The story I'm about to tell is ... well, it's difficult to tell it, that's all. It's hard to invite that fear back into my mind, to relive the horror of that wretched day, the day my life nearly ceased to exist, swept away forever by a raging river of doom.
I faintly remember the time leading up to my "encounter," but I clearly recollect the instant I realized I was in trouble. I had turned down a road I had driven on probably 100 times, maybe more. It was raining, so I took it slow. All of a sudden, my world stopped!
My first thought was, did I just drive into a lake? Why is all this water around my car? I hit my wipers, but I wished I hadn't. I wasn't in a lake. I was in a river! A raging one! I could see the current moving swiftly outside my car, clutching me with its dirty, damp talons. I was helpless ... and I knew it.
It's funny, but people say your "life flashes before you" when you're about to expire, but it isn't like they say. You don't think about the milestones, your best days, your worst ones. Surprisingly, trivial things pop into your mind; insignificant events that meant nothing to you when they happened. One after another, they file through your inner eye. You search for a common thread, something to provide meaning to the memories. None comes.
I tried to focus. I had to escape this river, but how? The water was rising, and the current had quickened its deadly pace. Through the downpour, I could just make out a chrome bumper floating ahead of my car; apparently another lost soul caught in the water's web. If I didn't do something fast, I would be a goner for sure.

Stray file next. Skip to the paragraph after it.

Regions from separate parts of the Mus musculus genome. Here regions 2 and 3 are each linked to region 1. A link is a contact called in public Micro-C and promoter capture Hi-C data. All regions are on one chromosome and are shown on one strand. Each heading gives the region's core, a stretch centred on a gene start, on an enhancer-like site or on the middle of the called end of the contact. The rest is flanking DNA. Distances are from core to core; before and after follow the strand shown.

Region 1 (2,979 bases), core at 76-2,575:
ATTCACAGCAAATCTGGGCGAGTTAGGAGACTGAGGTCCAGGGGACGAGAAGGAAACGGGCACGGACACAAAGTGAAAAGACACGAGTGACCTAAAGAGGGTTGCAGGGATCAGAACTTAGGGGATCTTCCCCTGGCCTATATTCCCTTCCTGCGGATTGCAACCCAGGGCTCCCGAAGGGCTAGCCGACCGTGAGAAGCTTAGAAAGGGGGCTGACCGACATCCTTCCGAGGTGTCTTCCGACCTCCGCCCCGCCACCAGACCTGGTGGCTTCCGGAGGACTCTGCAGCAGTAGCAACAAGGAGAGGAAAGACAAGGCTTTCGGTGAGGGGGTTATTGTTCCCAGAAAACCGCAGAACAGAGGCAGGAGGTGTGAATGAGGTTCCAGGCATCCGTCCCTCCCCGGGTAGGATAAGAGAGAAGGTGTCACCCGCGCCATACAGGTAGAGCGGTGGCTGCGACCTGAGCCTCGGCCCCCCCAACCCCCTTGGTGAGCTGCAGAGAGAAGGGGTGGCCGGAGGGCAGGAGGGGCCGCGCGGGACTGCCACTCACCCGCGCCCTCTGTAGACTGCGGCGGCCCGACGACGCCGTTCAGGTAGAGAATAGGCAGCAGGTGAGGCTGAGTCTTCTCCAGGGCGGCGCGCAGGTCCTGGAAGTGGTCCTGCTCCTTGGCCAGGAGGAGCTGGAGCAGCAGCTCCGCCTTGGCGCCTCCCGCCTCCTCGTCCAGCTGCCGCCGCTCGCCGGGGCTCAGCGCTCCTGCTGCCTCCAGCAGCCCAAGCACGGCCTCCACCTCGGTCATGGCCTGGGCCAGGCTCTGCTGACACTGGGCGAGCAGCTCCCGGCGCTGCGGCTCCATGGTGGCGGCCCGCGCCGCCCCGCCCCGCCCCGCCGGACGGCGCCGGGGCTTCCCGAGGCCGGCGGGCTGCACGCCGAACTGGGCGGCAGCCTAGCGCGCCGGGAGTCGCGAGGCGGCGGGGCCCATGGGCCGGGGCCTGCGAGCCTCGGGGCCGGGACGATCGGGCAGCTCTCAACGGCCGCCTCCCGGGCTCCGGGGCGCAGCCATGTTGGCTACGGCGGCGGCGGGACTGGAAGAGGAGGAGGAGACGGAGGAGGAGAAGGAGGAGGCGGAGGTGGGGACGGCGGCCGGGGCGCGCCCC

Then I saw it. My way out of this liquid hell. Up ahead, less than 500 feet away, was salvation. If I could turn into it, I would be saved. If I could just swing my wheels at the right time ... it wasn't going to be easy. And I knew with complete certainty that it probably wouldn't work. But I had to try.
God smiled down on me as I cranked the steering wheel to the right. At first I felt the car lunge back, as if Triton himself was holding on, but then my front tires found paydirt. I flew out of the river onto solid ground, taking one last peek in the rearview mirror at the horror I had escaped. The river seemed not to care; it continued on its journey, ready to devour the next unsuspecting sap.
I pulled in between two cars in front of Kingman High School to wait for my daughter. I was pretty shook up. I thought about my near-death ordeal, the fear that had clutched me.
By the time my daughter got to the car, however, I was smiling. I had survived. I had won.
Me - 1, Bank River of Death - 0.
"What's so funny, Dad?" my daughter asked as she entered the car.
"Oh, nothing," I muttered. I couldn't wipe the grin off my face. It felt good to be alive.
"Then, can we go home now."
My smile instantly vanished.
"Home! Oh, no ... NO!"